In Pablo Picasso’s trilogy of anti-war paintings, alongside Guernica (1937) and The Charnel House (1944–45), the third and most ambiguous is Massacre in Korea (1951). Although the title of the work refers to the outbreak of the Korean War, which had begun the previous year, none of the symbolism within the work itself would indicate that this particular “massacre” is actually taking place in Korea. The aggressors’ armor, for example, covers a broad spectrum of eras, from medieval to the mechanoid, while the verdant, hilly background and solitary ruin suggest a European landscape rather than anything seen on the Korean Peninsula. In addition to its enigma of period and place, Massacre in Korea is also the most disturbing of Picasso’s anti-war trilogy; primarily due to the fact that the victims, all of them women and children, are depicted naked. This feminization of victimhood, along with the indeterminacy of the landscape, has compelled many to read Massacre in Korea as a cipher for all the liberation struggles that were occurring in the French colonies during this same time. These former French territories were perceived as feminine because of their lack of industrialization; the size, skin color, and dress of their inhabitants; as well as the gendered terms of the French language itself. Massacre in Korea thus represents Picasso’s paean to the anti-colonial struggles taking place throughout the world, with the highly militarized French army waging a “war of unequal opponents” against defenseless locals.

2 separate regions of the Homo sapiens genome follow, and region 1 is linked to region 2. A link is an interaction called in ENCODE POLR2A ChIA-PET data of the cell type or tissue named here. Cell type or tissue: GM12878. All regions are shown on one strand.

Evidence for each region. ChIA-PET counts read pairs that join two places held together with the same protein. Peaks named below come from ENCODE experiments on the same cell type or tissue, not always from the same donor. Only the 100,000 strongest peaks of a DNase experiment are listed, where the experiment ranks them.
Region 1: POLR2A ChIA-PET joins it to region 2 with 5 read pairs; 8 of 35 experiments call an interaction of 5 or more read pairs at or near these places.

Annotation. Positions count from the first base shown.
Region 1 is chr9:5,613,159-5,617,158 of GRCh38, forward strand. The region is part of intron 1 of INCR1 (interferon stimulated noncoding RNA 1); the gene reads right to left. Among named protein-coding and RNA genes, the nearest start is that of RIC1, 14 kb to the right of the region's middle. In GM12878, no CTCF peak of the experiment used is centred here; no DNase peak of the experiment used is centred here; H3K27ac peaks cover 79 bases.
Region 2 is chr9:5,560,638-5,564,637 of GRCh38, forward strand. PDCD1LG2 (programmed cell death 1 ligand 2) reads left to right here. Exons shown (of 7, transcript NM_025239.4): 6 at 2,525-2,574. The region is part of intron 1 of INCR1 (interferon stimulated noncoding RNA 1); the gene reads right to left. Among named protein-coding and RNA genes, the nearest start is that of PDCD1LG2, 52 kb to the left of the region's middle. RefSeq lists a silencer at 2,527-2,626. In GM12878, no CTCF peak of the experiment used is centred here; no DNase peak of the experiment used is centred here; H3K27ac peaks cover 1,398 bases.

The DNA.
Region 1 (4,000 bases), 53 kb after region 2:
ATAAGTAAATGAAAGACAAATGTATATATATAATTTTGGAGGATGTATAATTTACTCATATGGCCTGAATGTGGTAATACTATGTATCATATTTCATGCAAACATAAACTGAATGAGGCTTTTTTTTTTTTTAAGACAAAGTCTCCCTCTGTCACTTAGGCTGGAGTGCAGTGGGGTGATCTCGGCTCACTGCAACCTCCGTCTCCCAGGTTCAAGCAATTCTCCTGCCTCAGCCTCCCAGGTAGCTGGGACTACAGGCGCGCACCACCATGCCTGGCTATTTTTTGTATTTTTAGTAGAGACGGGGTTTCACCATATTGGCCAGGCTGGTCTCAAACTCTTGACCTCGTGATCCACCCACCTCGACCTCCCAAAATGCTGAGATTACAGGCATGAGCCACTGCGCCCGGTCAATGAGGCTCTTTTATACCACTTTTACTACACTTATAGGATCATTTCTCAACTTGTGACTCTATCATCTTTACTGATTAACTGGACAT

Pablo Picasso, considered one of the most important artists of his time, worked in many different styles, from figuration and Neoclassicism to Surrealism and abstraction. Together with his fellow artist Georges Braque (1882–1963), Picasso is credited with developing Cubism. Picasso first studied art with his father, then enrolled in the Llotja School in Barcelona in 1895, and later studied briefly at the Real Academia de Bellas Artes de San Fernando (Royal Academy of Fine Arts of San Fernando), Madrid. After his return to Barcelona in 1899 he often traveled to Paris, settling there in 1904. In Paris his style and choice of subject changed: he abandoned his so-called Blue Period (1901–04) and drew inspiration from the circus during his Rose Period (1905). From 1907 to 1909, inspired by the works of Paul Cézanne (1839–1906) and African masks, Picasso painted Les Demoiselles d’Avignon (1907), which presaged his next two stylistic periods, Analytic Cubism (c. 1908–11) and Synthetic Cubism (c. 1912–14). In 1916 Picasso began to collaborate on ballet and theater productions. In 1936, deeply affected by the Spanish Civil War, he painted his powerful Guernica (1937). During his long career Picasso mastered a broad spectrum of mediums, including painting, drawing, sculpture, collage, lithography, and engraving.